13. Marie gibson said:

    Just yesterday I toured a house with hydronic heating throughout, first and second floors. The owner heats with propane so this may be the explanation for enormously high heat bills, $4000 over the past winter. This is more than enough to scare me away from hydronic heat. Any recommendations?

  14. Dennis said:

    I am considering building one of those “tiny houses” – about 200 sq. ft, and was looking to see if radiant heating might be a good way to heat the place. (The walls/ceiling may be high R-value SIPS.) Any suggestions? Thanks for any guidance …

  15. Jeff King & Co said:

    Marie, thanks for your question. Hydronic heating is an efficient method of providing heat and comfort. Most studies show that a hydronic heating system is less costly to operate than conventional forced air systems. So the question becomes what can be done to reduce heating load or cost. Good insulation, efficient windows and glazing, solar gain opportunity are all factors in operating cost and can decrease operating cost. The size of the home, volume of space and desired interior temperature also become factors.

  16. Jeff King & Co said:

    Dennis, thanks for asking! The tiny house concept is commendable and requires very careful thought. It sounds like you are trying to address energy efficiency by considering SIPs as well as radiant. The small size is a challenge from a heating perspective. Many systems are meant for larger square footage. With heating systems more is not better. What ever you choose, be sure that it balances out your heating needs with an energy analysis that includes insulation and window glazing. I would consider lifetime cost of the different systems. Lifetime cost being installation cost plus yearly operating cost for a chosen number of years. I would consider hydronic as well as a mini split unit (includes AC), and electric radiant especially if you are going to do photovoltaic.

  17. Mark said:

    We are remodeling a small 10×13 kitchen and are thinking of adding hydronic heating. There is a finished basement directly under the kitchen. How much hight is needed to install hydronic heating or would we be better off installing electric radiant heat. We already have hot water heat through radiators.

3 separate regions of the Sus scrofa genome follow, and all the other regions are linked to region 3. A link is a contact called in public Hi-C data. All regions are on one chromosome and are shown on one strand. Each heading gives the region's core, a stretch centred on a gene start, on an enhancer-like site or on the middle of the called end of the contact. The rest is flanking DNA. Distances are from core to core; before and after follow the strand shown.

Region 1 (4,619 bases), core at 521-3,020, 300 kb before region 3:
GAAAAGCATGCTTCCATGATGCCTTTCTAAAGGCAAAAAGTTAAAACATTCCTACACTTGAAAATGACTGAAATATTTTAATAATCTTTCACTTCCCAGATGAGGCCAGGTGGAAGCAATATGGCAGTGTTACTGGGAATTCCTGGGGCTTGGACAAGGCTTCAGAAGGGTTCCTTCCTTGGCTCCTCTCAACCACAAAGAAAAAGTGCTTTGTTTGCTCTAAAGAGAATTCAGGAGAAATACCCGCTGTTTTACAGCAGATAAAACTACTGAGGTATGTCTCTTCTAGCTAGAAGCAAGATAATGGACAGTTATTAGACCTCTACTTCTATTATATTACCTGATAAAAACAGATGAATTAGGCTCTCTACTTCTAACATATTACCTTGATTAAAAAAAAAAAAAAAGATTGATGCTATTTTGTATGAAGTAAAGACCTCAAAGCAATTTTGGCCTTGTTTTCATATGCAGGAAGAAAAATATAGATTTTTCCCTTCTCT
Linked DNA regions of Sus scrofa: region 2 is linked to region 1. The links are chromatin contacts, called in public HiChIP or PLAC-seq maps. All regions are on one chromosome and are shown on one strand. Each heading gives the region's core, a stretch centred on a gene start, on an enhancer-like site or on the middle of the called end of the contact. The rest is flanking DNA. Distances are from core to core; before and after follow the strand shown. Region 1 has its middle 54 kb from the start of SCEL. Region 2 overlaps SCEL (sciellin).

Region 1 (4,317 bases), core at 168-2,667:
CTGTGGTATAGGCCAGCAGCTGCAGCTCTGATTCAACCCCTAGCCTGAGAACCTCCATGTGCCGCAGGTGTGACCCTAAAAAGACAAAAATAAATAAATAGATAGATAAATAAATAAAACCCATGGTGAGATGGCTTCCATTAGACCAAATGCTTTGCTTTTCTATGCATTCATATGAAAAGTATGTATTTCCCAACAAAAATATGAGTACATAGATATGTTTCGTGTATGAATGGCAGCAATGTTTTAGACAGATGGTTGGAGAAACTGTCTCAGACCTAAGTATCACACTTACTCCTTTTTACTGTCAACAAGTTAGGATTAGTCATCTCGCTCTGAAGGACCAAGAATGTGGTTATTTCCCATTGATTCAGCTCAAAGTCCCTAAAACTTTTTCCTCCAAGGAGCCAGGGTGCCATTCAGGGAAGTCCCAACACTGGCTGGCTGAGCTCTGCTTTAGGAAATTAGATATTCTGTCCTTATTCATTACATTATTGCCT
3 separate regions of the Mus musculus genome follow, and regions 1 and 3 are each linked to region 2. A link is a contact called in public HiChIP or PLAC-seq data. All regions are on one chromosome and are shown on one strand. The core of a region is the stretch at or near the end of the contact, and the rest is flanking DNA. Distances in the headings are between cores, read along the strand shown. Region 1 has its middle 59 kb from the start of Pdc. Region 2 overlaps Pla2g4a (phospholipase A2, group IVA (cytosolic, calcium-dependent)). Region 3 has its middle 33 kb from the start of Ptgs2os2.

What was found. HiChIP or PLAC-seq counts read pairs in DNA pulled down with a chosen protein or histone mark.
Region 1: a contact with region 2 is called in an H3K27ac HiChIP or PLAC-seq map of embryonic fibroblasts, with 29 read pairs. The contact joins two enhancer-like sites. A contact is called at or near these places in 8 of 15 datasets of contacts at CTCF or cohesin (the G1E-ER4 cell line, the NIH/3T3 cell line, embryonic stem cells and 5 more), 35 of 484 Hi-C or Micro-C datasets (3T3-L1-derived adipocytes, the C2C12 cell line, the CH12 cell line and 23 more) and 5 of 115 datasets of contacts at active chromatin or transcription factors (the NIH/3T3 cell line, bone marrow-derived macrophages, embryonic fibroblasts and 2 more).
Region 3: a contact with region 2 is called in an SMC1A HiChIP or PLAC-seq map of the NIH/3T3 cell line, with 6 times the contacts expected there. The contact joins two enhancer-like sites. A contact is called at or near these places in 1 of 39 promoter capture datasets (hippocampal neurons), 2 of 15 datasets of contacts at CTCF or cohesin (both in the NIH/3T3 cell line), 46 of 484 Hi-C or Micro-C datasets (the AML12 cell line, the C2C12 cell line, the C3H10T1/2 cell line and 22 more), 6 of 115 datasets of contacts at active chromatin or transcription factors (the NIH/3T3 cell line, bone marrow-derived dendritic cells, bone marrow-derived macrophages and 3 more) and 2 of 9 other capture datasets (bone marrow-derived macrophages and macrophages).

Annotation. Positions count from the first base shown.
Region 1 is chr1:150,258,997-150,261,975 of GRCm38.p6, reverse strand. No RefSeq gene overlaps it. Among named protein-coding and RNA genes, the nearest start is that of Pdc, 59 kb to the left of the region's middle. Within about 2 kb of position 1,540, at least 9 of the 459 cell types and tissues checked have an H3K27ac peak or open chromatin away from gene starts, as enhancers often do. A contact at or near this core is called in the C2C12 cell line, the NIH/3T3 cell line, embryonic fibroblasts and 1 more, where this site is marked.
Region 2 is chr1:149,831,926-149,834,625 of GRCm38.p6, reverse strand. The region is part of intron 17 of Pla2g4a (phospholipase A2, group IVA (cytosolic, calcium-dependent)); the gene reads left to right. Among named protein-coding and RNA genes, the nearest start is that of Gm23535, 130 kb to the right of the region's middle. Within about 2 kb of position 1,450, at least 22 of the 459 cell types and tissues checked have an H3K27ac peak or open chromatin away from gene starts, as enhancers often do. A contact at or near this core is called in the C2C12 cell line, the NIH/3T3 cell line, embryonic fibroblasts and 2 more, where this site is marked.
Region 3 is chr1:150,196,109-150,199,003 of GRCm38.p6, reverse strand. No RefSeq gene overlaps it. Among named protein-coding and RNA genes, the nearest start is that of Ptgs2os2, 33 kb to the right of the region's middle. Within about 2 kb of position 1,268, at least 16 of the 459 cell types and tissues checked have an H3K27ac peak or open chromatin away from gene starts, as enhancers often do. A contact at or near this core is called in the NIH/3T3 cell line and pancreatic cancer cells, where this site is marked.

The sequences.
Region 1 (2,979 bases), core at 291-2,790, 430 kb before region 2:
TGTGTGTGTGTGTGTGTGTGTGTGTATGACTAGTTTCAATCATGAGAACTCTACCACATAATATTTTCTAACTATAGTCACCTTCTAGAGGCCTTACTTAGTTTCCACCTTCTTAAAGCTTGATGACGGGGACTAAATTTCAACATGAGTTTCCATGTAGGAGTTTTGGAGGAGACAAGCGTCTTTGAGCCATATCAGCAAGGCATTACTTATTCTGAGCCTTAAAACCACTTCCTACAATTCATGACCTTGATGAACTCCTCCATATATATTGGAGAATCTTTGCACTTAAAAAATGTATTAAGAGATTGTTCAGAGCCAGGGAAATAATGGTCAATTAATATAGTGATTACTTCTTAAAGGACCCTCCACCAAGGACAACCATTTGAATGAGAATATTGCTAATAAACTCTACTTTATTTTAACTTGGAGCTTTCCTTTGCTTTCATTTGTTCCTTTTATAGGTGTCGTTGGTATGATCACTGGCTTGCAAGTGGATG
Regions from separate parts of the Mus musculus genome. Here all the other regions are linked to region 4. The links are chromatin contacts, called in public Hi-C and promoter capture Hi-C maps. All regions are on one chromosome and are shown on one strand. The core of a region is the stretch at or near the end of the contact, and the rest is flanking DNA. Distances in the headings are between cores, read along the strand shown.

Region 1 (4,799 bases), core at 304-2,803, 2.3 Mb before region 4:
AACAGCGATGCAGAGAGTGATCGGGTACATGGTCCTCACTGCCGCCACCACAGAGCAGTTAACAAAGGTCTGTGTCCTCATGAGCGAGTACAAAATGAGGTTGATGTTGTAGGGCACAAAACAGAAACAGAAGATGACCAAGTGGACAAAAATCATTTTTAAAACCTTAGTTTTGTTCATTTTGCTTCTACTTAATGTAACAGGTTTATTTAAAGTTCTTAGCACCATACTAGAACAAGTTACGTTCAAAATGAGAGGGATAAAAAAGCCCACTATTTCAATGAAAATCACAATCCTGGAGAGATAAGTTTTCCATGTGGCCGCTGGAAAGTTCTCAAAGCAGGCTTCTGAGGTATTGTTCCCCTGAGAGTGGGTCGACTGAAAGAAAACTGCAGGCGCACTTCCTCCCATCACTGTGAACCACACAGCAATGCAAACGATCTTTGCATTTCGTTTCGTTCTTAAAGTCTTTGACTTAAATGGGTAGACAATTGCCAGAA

18. Jeff King & Co said:

    Mark, thanks for asking. There are three places the hydronic tubes can be placed:

    1. On the subfloor and covered with a “gyp-crete” / cementicious cover. This is about two inches in height on top of subfloor, plus you need to consider what the finish floor is and how it is connected
    2. In a specific wood panel made for the tubes. There are in effect grooves in the wood panels that the tube goes into. This goes directly onto the subfloor and adds about 3/4″ in height.
    3. Under the sub floor. in other words, the tubing is added under the floor from the basement space. This does not change your flooring height in the finished kitchen. Hope that helps!

  19. Sarah said:

    We are building a small back yard cottage (<300 sq/f) in the Bay Area and are required to install a non-electric heating system. The structure will be on concrete slab without a crawl space. Would it be possible to install a hydronic system under a new polished concrete floor using our existing water heater or is regular access required?

  20. Jeff King & Co said:

    Sarah: A hydronic system can be integral with a structural slab and that slab can be polished or ground.
    First – The hydronic tube should be secured to the rebar and the tubing should not be allowed to “float up” towards the surface. This is important for even heating.
    Second – If there are score joints in the top of the slab, it is essential that the tubing is below the projected depth of the score joints. This is where tubing floating up can be a problem.
    Third – If there are any electrical boxes or lights that will be embedded into the slab, be sure they are secured so that they don’t move during the pouring of the slab. This usually means packing the base of the electrical item with mortar so that the flowing concrete does not move it or change the layout.
    Using the existing water heater will specifically depend on the system you have, and the energy loads. Your installer should be able to advise you on this.